Golf in Pakistan: A Well-Kept Secret

Posted on February 15, 2010
Filed Under >Imran H. Khan, Sports
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Imran H. Khan

If there ever was a place on the planet where you could play golf like a lord and pay like a knave, it would be Pakistan. On the other hand, if there ever was a way to play golf in the comfort of your own home, gadgets like skytrak + are commendable.

(Royal Palm Golf Club, Lahore, Pakistan)

Pakistan is the most well kept secret golfing destination as it has some of the most spectacular courses that are open year round. The alluvial soil of the Punjab plains coupled with the Himalayan backdrop provides a natural ecosystem for an interesting golf course layout. Pakistanis are also naturally talented as golfers as they on the average tend to have very good fine motor control and an Asian mindset that marries competitiveness with a balanced inner calm. The fine motor control and good hand eye coordination has been shown by Pakistani athletes in the fields of squash, field hockey, cricket(yikes) and badminton.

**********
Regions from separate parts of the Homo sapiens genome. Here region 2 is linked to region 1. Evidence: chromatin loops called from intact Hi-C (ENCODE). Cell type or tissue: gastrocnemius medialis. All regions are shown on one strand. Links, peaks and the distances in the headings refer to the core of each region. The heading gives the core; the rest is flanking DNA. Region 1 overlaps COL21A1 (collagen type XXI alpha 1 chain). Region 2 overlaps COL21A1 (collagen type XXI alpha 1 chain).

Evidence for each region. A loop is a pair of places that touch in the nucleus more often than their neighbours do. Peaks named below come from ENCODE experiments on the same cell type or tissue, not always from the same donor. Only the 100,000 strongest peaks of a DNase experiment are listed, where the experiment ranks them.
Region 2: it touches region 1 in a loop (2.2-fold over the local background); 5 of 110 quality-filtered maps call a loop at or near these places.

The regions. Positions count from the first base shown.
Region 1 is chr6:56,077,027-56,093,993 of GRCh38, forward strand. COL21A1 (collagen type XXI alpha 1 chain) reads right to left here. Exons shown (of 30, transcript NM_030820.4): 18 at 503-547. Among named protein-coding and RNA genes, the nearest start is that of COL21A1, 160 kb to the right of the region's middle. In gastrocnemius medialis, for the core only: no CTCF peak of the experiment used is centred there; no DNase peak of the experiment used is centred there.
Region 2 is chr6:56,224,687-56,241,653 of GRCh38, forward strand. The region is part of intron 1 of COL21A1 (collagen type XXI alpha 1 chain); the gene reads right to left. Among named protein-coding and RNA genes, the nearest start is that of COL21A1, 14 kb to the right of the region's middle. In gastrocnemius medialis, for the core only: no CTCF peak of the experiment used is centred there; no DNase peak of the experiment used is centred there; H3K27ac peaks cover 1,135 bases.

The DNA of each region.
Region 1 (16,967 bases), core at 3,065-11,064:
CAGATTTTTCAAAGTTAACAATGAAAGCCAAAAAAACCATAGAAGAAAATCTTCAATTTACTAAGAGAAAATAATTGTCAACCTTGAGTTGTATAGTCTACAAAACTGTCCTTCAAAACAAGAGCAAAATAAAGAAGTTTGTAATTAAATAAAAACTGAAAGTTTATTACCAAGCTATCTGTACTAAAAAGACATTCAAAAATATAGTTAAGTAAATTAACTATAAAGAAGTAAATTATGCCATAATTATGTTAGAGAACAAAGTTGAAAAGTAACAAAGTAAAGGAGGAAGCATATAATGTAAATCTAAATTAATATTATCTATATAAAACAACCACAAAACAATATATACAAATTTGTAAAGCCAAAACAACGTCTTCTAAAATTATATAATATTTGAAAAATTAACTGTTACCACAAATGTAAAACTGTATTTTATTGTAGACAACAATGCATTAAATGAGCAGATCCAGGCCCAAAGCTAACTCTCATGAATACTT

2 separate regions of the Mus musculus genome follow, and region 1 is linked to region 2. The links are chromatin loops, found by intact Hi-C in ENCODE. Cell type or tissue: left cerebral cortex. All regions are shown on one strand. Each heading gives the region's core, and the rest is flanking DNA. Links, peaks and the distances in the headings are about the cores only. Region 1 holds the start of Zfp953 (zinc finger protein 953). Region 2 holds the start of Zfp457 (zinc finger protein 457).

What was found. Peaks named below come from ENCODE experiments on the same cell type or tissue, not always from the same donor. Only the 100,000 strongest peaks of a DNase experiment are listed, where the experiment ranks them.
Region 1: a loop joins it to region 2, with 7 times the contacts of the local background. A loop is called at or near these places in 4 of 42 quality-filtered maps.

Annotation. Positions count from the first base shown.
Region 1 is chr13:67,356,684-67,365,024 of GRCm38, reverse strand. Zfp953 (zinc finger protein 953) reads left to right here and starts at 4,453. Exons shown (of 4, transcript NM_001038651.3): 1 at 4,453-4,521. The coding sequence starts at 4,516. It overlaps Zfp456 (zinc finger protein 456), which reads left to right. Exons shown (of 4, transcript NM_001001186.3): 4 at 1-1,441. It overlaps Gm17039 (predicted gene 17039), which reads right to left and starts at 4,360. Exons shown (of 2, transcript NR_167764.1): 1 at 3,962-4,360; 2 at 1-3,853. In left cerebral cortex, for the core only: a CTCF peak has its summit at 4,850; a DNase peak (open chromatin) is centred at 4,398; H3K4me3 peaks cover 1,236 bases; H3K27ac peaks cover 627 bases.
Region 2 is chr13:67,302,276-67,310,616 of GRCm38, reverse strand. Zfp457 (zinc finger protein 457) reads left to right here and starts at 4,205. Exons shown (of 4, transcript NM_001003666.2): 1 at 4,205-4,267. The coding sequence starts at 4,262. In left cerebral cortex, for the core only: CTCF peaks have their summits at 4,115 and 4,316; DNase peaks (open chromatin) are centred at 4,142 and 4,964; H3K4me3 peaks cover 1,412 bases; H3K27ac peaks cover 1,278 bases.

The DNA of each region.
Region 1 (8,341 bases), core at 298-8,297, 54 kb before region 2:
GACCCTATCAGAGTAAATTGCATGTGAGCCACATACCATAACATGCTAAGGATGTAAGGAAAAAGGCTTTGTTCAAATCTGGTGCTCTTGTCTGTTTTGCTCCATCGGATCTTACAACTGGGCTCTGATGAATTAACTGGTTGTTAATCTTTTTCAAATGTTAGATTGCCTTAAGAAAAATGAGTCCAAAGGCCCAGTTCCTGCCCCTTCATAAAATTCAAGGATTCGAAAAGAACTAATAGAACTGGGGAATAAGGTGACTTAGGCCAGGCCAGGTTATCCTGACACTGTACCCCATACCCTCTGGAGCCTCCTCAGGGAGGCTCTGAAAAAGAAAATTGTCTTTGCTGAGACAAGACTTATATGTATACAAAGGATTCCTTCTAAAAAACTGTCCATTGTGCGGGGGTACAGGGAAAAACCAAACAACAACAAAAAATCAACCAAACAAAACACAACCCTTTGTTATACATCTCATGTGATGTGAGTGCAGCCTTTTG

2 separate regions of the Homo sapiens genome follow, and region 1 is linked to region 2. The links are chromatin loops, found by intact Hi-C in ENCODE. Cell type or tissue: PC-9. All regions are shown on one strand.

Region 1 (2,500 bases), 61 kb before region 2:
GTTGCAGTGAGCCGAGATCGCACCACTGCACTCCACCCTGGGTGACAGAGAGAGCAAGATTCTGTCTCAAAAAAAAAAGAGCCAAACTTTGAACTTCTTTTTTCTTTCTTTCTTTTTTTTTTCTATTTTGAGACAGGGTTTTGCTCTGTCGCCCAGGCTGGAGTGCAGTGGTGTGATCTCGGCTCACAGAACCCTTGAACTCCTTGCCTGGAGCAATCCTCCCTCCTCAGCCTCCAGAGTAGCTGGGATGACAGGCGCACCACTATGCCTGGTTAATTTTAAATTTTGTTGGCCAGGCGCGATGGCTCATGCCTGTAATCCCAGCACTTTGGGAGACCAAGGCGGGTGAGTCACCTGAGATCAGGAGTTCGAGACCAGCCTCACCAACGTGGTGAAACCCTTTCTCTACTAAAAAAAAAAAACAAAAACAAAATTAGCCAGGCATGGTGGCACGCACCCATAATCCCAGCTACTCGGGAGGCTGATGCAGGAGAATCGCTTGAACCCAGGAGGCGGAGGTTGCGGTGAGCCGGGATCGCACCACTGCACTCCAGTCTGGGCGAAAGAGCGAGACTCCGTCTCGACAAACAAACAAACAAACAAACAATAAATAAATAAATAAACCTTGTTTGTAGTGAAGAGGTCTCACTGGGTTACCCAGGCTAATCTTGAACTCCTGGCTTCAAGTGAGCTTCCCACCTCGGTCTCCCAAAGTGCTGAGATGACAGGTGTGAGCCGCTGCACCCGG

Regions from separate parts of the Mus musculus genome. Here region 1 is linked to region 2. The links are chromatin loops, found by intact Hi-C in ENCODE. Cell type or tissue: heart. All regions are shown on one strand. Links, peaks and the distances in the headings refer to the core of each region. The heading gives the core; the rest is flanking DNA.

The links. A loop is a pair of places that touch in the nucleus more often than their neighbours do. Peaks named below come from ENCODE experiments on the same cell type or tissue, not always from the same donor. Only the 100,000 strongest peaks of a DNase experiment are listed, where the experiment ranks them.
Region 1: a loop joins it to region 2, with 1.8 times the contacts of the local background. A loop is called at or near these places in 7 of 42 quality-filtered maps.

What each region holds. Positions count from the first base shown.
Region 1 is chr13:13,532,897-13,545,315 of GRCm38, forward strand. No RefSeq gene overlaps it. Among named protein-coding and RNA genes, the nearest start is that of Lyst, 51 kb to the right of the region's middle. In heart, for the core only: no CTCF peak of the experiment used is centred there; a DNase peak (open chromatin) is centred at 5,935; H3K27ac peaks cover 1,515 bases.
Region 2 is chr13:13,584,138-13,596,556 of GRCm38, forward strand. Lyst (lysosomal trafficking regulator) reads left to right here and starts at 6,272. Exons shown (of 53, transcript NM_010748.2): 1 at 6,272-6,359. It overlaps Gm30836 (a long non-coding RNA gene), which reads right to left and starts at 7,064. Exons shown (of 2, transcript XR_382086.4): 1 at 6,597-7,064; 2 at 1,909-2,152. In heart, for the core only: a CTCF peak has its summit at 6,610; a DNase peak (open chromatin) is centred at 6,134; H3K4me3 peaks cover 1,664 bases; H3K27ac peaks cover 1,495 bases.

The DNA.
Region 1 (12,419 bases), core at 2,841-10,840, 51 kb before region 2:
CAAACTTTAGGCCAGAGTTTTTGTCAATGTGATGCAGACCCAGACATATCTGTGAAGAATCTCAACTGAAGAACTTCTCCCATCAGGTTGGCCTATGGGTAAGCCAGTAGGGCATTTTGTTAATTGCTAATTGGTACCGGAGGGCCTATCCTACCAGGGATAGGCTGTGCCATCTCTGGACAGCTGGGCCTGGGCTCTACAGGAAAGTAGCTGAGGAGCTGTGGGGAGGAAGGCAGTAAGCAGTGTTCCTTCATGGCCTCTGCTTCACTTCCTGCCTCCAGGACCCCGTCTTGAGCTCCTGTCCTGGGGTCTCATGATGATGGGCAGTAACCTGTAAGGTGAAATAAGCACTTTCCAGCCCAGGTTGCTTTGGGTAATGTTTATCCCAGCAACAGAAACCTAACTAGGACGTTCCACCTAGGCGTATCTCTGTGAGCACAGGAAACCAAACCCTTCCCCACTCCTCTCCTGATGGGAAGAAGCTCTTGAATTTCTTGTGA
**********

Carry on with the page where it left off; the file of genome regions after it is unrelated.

Golf came to Pakistan generally as a result of foreign presence. My first experience on a golf course was at the Peshawar golf course that was built on a dried lake bed. The first nine holes are one of the greenest in Pakistan. Pakistan Air Force Commanders got the golf bug and provided the support to make golf one of the sports they adopted along with squash. My parents got into the game at Risalpur Air Force Base in the early 60s. An old World War II base was converted into a the golf course. The runway became the fairway for a couple of holes. The old air traffic control tower was converted into the club house.

Pakistani golf courses tend to have indigenous grass that is is quite hardy and can withstand hot temperatures. The blades tend to grow horizontally and don’t need much of watering. Most of the courses are only sparsely watered, and as a result have a harder surface when compared to those in the US. As a result of grass type and limited watering,  the golf swing that works is a shallower one that does not require a divot. Picking the ball clean and letting it run after it drops is the typical way most Pakistanis learn to play.